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Grease

They may be some of the least believable teenagers ever to have come out of Hollywood (the Beverly Hills 90210 gang notwithstanding), but for more than two decades, Rydell High's seniors have been proving that they know how to rock and roll — and now they're finally doing it on DVD. (Not that you need a lovely 2.35:1 anamorphic transfer or pumped-up Dolby Digital 5.1 audio to appreciate the story of beach-crossed lovers Sandy and Danny, but it sure doesn't hurt.) But, really, format schmormat: The Broadway-hit-turned-movie succeeds — as it always has — because of its charismatic cast, show-stopping musical numbers, and genuine sense of fun. Olivia Newton-John is all sun-kissed shyness as Australian transplant Sandy, who tries to make a go of things with her summer sweetheart, Danny (John Travolta), despite the fact that he's a lot different around his T-Bird buddies than he was when he and Sandy were walking in the sand. But when the relationship takes a few wrong turns, goody two-shoes Sandy has to decide how far she's willing to go to get her man. It's the stuff that '50s teen ballads were made of, so it's no surprise that it lends itself well to Grease's now-classic soundtrack. Songs like "Summer Nights," "You're the One That I Want" and "Greased Lightnin'" still entertain marvelously, and even smaller numbers like Stockard Channing's plaintive "There Are Worse Things I Could Do" hold up decently. Speaking of Channing, she's a knockout as Rizzo, bringing believable vulnerability to her role as the sharp-tongued leader of the Pink Ladies. Other stand-outs in the supporting cast include Didi Conn — who will forever be known as Frenchy — and Jeff Conaway as the tough-talkin' Kenickie. But in the end it all comes down to Sandy and Danny; luckily, you couldn't ask for anyone better in either part. Travolta — who at that time was still riding on the success of Saturday Night Fever — is a lean, mean dancing machine, and Newton-John became a screen legend the moment she was sewn into the black spandex pants she wears in the finale. Both of the stars look back on making the movie fondly in the 17-minute 20th anniversary retrospective featurette showcased on Paramount's DVD. Along with Channing, Conaway, Conn, producer Allan Carr, and director Randal Kleiser, Travolta and Newton-John share production stories and memories; as the disc's only significant special feature (besides the trailer and a nifty little songbook tucked inside the package), the special is definitely worth watching. English and French 2.0 Surround tracks, with English and Spanish subtitles. Folding digipak in paperboard slipcase.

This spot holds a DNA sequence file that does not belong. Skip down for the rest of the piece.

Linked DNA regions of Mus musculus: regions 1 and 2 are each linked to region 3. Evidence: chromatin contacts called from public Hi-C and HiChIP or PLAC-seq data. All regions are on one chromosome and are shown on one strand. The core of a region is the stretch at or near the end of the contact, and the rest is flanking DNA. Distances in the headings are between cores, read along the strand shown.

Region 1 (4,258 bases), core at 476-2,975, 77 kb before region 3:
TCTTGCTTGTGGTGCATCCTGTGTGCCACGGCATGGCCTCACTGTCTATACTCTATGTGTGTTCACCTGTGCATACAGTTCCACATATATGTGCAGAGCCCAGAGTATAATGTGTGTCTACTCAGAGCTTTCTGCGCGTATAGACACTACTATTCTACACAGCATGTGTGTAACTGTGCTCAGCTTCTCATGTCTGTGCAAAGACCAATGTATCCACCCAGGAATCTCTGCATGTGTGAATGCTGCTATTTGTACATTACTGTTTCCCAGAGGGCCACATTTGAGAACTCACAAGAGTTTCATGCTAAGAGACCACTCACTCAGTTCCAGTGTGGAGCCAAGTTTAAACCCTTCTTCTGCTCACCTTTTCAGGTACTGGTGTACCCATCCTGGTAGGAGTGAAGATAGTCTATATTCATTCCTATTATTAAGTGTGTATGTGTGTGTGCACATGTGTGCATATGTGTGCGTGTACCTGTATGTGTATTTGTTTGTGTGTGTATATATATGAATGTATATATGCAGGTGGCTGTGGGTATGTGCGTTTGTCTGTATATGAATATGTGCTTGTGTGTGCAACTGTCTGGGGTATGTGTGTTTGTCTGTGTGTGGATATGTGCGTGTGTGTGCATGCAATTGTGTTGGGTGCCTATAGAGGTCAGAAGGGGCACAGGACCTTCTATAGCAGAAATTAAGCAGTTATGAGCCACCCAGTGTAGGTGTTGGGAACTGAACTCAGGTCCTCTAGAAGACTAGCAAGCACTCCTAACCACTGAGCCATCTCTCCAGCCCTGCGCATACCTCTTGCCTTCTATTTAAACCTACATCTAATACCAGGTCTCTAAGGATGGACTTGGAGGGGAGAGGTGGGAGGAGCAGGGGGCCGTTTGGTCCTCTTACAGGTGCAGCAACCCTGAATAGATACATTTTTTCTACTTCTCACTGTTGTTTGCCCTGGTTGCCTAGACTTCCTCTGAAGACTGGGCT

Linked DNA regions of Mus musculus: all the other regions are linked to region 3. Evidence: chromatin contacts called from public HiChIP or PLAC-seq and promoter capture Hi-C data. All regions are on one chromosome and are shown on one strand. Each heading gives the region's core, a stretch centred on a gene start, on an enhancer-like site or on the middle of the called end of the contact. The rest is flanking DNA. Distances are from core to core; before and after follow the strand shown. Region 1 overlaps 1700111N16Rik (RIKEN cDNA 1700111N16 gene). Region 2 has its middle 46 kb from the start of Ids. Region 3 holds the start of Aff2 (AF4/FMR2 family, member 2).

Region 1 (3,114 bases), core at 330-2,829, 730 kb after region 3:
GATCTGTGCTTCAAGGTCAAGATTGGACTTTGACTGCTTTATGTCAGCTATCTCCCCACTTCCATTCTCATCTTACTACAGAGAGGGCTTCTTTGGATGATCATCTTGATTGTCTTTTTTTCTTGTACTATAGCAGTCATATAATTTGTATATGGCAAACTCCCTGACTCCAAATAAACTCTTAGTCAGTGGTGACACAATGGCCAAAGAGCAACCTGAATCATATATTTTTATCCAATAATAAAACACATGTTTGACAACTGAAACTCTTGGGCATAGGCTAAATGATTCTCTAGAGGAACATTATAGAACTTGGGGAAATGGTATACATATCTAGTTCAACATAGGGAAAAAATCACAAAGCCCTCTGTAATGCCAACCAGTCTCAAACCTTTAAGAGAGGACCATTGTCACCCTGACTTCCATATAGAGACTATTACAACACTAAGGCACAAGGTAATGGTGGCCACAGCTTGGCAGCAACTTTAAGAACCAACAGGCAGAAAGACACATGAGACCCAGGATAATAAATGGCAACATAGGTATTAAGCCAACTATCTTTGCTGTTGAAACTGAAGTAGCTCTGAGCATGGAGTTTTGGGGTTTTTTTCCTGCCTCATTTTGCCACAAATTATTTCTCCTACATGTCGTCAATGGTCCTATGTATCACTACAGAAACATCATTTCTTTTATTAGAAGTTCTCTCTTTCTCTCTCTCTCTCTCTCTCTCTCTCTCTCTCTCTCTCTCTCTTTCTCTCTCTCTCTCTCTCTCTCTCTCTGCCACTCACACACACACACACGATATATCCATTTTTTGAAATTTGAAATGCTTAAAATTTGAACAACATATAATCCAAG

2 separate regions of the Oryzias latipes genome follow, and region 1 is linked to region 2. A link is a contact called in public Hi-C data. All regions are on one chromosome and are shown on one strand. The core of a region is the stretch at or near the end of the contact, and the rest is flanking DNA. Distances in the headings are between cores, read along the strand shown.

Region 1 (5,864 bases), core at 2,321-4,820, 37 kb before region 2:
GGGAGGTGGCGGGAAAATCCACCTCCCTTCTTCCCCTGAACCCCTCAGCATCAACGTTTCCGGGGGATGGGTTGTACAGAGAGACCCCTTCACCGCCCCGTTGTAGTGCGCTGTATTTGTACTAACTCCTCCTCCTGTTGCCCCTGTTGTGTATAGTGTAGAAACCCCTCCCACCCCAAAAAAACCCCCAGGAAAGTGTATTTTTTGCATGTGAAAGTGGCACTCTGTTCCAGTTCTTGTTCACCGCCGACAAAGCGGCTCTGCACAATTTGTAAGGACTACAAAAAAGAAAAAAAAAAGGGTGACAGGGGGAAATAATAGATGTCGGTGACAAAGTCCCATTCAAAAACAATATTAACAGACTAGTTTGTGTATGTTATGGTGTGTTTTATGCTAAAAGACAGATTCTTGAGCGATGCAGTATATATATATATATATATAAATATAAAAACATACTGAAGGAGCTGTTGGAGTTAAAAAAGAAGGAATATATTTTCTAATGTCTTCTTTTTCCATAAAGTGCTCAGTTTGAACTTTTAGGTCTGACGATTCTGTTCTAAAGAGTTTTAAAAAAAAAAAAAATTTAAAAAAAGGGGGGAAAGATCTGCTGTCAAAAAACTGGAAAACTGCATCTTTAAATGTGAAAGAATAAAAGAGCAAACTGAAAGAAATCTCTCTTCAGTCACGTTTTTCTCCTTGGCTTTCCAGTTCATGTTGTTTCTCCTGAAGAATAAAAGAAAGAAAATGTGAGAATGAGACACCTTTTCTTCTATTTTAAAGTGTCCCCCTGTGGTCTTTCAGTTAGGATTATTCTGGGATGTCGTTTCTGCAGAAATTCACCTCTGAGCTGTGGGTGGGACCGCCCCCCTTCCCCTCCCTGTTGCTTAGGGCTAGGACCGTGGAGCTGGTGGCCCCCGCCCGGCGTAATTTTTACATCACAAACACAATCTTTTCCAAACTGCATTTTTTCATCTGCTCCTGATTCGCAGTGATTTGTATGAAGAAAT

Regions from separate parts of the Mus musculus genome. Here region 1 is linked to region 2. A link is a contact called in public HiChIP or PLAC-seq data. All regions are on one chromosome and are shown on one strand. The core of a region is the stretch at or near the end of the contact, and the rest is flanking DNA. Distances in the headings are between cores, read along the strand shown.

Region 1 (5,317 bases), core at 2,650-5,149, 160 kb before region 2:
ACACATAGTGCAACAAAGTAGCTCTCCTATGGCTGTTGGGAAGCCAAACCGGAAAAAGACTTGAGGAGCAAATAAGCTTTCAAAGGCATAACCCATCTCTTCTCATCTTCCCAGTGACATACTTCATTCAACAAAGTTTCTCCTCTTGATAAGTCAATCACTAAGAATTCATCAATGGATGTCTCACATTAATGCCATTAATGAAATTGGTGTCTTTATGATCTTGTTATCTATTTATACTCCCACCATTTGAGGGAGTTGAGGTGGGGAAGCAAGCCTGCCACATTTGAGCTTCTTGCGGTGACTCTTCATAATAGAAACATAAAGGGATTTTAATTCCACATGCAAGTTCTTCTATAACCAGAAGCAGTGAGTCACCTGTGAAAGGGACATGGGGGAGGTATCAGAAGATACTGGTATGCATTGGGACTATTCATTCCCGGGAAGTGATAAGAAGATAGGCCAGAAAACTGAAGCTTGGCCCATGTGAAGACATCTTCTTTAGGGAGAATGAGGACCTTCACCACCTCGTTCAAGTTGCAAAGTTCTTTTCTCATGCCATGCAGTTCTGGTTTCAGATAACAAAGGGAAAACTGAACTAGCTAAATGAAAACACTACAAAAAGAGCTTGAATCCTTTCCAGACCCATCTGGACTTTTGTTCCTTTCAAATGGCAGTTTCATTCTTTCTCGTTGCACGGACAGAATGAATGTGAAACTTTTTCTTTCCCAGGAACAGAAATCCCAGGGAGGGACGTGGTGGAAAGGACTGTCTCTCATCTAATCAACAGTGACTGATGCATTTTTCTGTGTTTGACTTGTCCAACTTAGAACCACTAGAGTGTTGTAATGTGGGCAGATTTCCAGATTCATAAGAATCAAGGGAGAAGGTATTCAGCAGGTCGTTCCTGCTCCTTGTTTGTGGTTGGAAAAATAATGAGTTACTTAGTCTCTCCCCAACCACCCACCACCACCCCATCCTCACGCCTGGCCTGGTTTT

—Betsy Bozdech



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